In February 2018, the US Cattlemen’s Association (USCA) filed a petition with the US Department of Agriculture (USDA) to narrow the definition of ‘meat’. In the petition, the USCA requests that meat and beef be defined as coming from the flesh of an animal that has been raised, slaughtered and harvested in the ‘traditional’ manner. This petition is clearly a reaction to the emergence of cultured meat via cellular agriculture (‘cell ag’) and plant-based meat alternatives.
In other words, the fight for the word meat has begun. The USCA and meat incumbents would clearly feel threatened if cell-cultured meat scales because of the reduced environmental impact (animal agriculture contributes to at least 14.5% of all greenhouse gas emissions) and other factors that may make the public in favour of it, such as cellular agriculture’s impact on animal welfare and the health benefits. And what better way to start the fight by redefining meat as the flesh from an animal raised and slaughtered for it.
Even before the USCA brought up the idea of what constitutes ‘meat’, there has been discussion about what meat via cellular agriculture should be called. One of the initial names for cell ag products was ‘cultured’, as the products came from cell cultures. Cultured meat. Cultured milk. Cultured leather. All these cell ag products came from cell cultures, shouldn’t the name as well?
The other name that has become popular in 2018 is ‘clean meat’. Shapiro named his book Clean Meat after the term, and many believe the positive connotation and association with clean energy will help the public view meat via cell ag positively. Some have pointed out that there are issues with the name ‘clean meat’, such as implying that conventional meat is ‘dirty’. That may be insulting to farmers and meat producers globally.
Since 2018, more terms and phrases have been explored to describe cell-cultured meat.
Cultured meat or clean meat?
Yet the name of the product shouldn’t be what distinguishes cellular agriculture. What should distinguish cellular agriculture from conventional animal products is the use of a quantitative labeling system.
Isha Datar, the Executive Director of New Harvest, shared the idea of quantitative sustainability labels at a TedxToronto talk in 2013. Using quantitative labeling would illustrate the large amount of resources used to produce conventional animal products in comparison to cell ag products, including cultured meat. By presenting the numbers of both products in simple and easily accessible terms, consumers would become more aware of the environmental burden of conventional livestock agriculture and may feel more likely to choose the more sustainable option. Quantitative labeling would also be an improvement from current qualitative ‘sustainability’ stickers. Unless previously aware, qualitative labeling is not enough to motivate consumers who do not know what the stickers represent to alter their purchasing habits.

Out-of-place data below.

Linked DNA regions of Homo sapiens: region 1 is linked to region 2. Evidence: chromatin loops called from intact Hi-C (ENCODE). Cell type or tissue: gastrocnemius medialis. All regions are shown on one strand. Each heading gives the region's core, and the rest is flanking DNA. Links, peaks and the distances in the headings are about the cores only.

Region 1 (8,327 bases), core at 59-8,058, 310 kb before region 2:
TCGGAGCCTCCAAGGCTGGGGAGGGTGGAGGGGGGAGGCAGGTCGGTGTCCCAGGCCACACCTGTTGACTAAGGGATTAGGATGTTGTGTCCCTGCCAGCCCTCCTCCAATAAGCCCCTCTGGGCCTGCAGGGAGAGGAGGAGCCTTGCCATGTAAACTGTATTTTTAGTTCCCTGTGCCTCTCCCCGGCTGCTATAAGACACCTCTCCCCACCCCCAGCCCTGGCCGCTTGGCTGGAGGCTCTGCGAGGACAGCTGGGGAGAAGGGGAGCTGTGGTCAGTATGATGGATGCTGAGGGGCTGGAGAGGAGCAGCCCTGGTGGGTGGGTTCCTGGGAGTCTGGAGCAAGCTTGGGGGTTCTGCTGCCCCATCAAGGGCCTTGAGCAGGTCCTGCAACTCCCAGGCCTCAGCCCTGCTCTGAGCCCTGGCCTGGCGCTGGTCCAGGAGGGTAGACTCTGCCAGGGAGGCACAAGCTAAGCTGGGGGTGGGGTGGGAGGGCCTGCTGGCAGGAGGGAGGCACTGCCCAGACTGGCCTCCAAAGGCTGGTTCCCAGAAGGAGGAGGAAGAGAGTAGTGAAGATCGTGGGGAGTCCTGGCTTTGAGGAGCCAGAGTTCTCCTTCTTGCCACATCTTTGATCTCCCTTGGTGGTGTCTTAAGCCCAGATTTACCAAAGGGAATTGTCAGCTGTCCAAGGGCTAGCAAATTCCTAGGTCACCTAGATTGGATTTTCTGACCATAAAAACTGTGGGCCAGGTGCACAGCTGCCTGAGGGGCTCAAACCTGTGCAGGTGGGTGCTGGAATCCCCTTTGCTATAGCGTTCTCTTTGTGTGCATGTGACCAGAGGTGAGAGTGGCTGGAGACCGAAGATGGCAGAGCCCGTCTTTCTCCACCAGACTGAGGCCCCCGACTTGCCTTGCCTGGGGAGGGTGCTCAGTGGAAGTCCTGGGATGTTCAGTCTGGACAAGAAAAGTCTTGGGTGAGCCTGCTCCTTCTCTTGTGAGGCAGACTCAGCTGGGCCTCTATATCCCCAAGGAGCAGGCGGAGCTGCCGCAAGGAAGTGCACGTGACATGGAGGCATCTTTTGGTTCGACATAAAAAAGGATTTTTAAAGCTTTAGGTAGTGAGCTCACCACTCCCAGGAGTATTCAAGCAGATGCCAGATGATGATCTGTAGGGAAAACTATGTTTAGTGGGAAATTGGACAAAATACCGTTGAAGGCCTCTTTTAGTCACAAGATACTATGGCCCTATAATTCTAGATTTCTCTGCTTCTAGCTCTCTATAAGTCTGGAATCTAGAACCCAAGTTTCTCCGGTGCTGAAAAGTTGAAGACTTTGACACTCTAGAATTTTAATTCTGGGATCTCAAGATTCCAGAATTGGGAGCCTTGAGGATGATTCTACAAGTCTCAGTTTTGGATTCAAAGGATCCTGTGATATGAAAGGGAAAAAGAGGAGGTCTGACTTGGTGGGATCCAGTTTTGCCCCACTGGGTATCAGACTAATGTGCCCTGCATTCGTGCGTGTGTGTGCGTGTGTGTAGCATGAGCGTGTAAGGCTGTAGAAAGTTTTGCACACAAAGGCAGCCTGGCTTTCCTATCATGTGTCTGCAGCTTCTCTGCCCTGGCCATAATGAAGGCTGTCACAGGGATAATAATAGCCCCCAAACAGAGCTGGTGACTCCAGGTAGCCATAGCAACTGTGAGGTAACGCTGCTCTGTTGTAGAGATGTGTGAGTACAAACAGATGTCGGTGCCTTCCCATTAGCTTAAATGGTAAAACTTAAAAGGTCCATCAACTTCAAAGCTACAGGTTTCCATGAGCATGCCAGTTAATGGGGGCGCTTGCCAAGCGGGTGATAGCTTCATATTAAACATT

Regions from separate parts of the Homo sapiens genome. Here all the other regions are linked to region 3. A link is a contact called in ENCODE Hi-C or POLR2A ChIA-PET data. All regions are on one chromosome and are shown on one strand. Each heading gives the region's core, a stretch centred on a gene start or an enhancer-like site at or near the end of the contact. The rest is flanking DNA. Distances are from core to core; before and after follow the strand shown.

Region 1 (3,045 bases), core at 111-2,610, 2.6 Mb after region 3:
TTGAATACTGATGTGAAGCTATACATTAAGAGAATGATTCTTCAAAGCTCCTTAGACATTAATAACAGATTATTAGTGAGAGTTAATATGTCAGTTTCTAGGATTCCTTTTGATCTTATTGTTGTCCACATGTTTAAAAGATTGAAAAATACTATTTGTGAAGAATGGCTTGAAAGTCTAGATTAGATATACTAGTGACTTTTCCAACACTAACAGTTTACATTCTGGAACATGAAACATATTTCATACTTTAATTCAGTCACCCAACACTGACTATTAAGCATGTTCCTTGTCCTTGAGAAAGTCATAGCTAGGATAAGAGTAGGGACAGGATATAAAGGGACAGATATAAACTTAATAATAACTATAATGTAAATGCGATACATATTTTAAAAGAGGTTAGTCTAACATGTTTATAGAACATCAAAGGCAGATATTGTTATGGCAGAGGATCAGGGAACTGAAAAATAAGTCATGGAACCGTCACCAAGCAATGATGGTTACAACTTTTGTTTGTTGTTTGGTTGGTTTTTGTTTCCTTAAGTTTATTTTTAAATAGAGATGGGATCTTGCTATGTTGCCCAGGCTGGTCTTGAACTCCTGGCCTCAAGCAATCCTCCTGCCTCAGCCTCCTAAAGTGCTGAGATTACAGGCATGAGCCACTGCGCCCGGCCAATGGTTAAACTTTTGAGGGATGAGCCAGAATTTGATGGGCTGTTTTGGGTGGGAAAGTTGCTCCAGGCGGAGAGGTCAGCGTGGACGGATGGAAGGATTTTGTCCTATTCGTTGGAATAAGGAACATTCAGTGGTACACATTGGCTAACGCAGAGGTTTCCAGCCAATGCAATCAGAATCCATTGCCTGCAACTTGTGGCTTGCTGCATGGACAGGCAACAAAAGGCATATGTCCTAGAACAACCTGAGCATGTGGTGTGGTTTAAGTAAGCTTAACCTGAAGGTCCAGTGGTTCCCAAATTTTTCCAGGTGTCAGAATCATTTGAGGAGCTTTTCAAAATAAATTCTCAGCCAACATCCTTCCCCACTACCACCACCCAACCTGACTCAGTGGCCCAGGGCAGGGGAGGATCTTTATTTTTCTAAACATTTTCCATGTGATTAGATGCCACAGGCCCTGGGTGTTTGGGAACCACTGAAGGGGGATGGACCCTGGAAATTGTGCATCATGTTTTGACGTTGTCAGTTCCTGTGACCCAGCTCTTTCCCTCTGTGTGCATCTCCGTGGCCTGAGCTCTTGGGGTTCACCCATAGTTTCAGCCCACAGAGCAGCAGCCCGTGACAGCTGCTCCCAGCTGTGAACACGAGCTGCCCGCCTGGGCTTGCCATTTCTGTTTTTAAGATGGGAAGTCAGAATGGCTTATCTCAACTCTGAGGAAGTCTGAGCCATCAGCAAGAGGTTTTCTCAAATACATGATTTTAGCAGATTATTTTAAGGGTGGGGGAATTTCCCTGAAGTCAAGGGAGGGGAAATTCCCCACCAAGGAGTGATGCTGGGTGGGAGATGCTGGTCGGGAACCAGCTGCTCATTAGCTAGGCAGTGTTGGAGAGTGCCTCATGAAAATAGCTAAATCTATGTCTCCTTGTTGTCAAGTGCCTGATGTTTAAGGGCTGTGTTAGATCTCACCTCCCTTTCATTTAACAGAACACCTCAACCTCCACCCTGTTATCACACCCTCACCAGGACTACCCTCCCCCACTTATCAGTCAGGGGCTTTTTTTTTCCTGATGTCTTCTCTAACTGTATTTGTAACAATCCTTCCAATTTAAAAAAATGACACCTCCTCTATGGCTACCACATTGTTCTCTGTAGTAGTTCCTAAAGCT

Photo taken from TedX presentation by Isha Datar: Rethinking Meat at TedxToronto, 2013
After Cape Town declared a ‘Day Zero’ of when the city will run out of water, more cities like Sao Paulo, Bangalore and London are also under threat of running out of water. In these circumstances, how much longer will consumers prefer an 8-ounce steak that required over 3,500 liters of water to produce in comparison to cell ag steak that would require less than a tenth of the water and land used in its production? While there is still a lot of time before a cell ag steak is produced, quantitative labels will ultimately empower the world to make more responsible and environmentally sustainable choices.
USCA argues that consumers would be misled by cellular agriculture companies using the word ‘meat’ because that would imply that the product is “derived from animal tissue or flesh for use as food”. Like conventional meat, cultured meat is derived from the same source of cells (stem cells) that give rise to the muscle tissue in animals.
While not grown using animals, cultured meat would be similar to conventional meat under the microscope. Conventional meat consists of animal muscle cells (myocytes), fat (adipose), and connective tissue that adds to the flavor. Cultured meat will consist of the same ingredients: myocytes, adipose and connective tissue. Histologically (that’s the study of tissue structure under a microscope), there would be no difference. If conventional and cultured meats histologically appear similar under a microscope, how can the USCA claim that cultured meat (which derives from the same stem cells that bring rise to conventional meat inside an animal) be excluded from the definition of meat?
Steak: animal muscle tissue, fat, and connective tissue
By consisting of the same animal-derived components as conventional meat, cultured meat is still meat. Yet the USCA is right, perhaps cultured meat should be labelled differently. Refusing to label cultured meat differently would underplay any advantages that cultured meat has over conventional meat. It’s free of antibiotics. It’s free of pathogens. It’s environmentally more sustainable. It’s also free of raising and slaughtering animals in the ‘traditional’ manner.
The cultured meatball from Memphis Meats.
Of course, this shouldn’t mean that cultured meat producers mislead consumers to imply that their products are produced conventionally. Just (formerly known as Hampton Creek) plans to release the first cultured meat product by the end of 2018, and other cultured meat companies like Mosa Meat and Memphis Meats plan to release their products by 2021. On that timeline, there is still quite some time to go before cultured meat is at the same scale as conventional meat production. The technology to produce advance meat tissues like steaks are still under development, and, initially, cellular agriculture will complement the incumbent meat industry.
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